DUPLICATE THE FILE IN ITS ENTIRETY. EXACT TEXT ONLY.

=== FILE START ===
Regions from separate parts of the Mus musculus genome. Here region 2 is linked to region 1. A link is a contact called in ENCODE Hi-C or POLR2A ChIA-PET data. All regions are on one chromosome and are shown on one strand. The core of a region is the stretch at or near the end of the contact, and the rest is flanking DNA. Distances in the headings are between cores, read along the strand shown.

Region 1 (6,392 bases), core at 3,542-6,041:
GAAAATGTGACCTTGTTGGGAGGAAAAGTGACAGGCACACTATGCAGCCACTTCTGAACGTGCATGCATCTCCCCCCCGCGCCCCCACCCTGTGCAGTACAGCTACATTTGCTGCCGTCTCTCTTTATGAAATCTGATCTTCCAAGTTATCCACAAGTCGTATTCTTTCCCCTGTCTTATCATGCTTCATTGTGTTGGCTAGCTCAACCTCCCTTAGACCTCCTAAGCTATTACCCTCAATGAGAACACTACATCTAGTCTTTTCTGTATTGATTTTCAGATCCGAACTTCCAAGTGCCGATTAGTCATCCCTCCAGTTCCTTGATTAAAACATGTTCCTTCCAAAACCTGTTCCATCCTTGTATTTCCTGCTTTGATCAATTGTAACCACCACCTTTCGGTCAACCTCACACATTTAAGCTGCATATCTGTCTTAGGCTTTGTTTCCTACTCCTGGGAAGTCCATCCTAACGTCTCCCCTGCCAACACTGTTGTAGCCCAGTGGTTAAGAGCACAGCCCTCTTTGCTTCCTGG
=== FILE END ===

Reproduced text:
Regions from separate parts of the Mus musculus genome. Here region 2 is linked to region 1. A link is a contact called in ENCODE Hi-C or POLR2A ChIA-PET data. All regions are on one chromosome and are shown on one strand. The core of a region is the stretch at or near the end of the contact, and the rest is flanking DNA. Distances in the headings are between cores, read along the strand shown.

Region 1 (6,392 bases), core at 3,542-6,041:
GAAAATGTGACCTTGTTGGGAGGAAAAGTGACAGGCACACTATGCAGCCACTTCTGAACGTGCATGCATCTCCCCCCCGCGCCCCCACCCTGTGCAGTACAGCTACATTTGCTGCCGTCTCTCTTTATGAAATCTGATCTTCCAAGTTATCCACAAGTCGTATTCTTTCCCCTGTCTTATCATGCTTCATTGTGTTGGCTAGCTCAACCTCCCTTAGACCTCCTAAGCTATTACCCTCAATGAGAACACTACATCTAGTCTTTTCTGTATTGATTTTCAGATCCGAACTTCCAAGTGCCGATTAGTCATCCCTCCAGTTCCTTGATTAAAACATGTTCCTTCCAAAACCTGTTCCATCCTTGTATTTCCTGCTTTGATCAATTGTAACCACCACCTTTCGGTCAACCTCACACATTTAAGCTGCATATCTGTCTTAGGCTTTGTTTCCTACTCCTGGGAAGTCCATCCTAACGTCTCCCCTGCCAACACTGTTGTAGCCCAGTGGTTAAGAGCACAGCCCTCTTTGCTTCCTGG